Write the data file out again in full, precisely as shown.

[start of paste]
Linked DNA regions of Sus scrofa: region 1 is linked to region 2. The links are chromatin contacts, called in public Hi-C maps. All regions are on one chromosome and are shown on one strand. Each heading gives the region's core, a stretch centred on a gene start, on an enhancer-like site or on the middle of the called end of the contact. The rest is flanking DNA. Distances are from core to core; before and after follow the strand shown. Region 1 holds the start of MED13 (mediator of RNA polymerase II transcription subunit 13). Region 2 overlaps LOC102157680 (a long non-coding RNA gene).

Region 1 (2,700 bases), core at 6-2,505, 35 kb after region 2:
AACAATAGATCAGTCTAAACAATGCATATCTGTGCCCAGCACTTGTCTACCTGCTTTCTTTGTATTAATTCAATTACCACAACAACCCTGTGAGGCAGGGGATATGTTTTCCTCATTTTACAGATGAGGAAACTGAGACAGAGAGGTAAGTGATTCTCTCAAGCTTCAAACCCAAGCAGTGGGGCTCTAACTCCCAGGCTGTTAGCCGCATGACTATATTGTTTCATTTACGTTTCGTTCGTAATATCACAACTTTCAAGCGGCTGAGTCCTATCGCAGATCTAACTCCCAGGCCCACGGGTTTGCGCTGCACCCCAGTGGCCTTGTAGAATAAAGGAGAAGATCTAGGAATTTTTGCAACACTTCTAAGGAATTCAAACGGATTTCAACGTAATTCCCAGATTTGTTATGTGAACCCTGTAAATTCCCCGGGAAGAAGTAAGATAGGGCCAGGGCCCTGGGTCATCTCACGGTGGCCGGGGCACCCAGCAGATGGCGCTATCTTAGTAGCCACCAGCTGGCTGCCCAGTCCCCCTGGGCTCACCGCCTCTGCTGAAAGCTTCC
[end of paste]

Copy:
Linked DNA regions of Sus scrofa: region 1 is linked to region 2. The links are chromatin contacts, called in public Hi-C maps. All regions are on one chromosome and are shown on one strand. Each heading gives the region's core, a stretch centred on a gene start, on an enhancer-like site or on the middle of the called end of the contact. The rest is flanking DNA. Distances are from core to core; before and after follow the strand shown. Region 1 holds the start of MED13 (mediator of RNA polymerase II transcription subunit 13). Region 2 overlaps LOC102157680 (a long non-coding RNA gene).

Region 1 (2,700 bases), core at 6-2,505, 35 kb after region 2:
AACAATAGATCAGTCTAAACAATGCATATCTGTGCCCAGCACTTGTCTACCTGCTTTCTTTGTATTAATTCAATTACCACAACAACCCTGTGAGGCAGGGGATATGTTTTCCTCATTTTACAGATGAGGAAACTGAGACAGAGAGGTAAGTGATTCTCTCAAGCTTCAAACCCAAGCAGTGGGGCTCTAACTCCCAGGCTGTTAGCCGCATGACTATATTGTTTCATTTACGTTTCGTTCGTAATATCACAACTTTCAAGCGGCTGAGTCCTATCGCAGATCTAACTCCCAGGCCCACGGGTTTGCGCTGCACCCCAGTGGCCTTGTAGAATAAAGGAGAAGATCTAGGAATTTTTGCAACACTTCTAAGGAATTCAAACGGATTTCAACGTAATTCCCAGATTTGTTATGTGAACCCTGTAAATTCCCCGGGAAGAAGTAAGATAGGGCCAGGGCCCTGGGTCATCTCACGGTGGCCGGGGCACCCAGCAGATGGCGCTATCTTAGTAGCCACCAGCTGGCTGCCCAGTCCCCCTGGGCTCACCGCCTCTGCTGAAAGCTTCC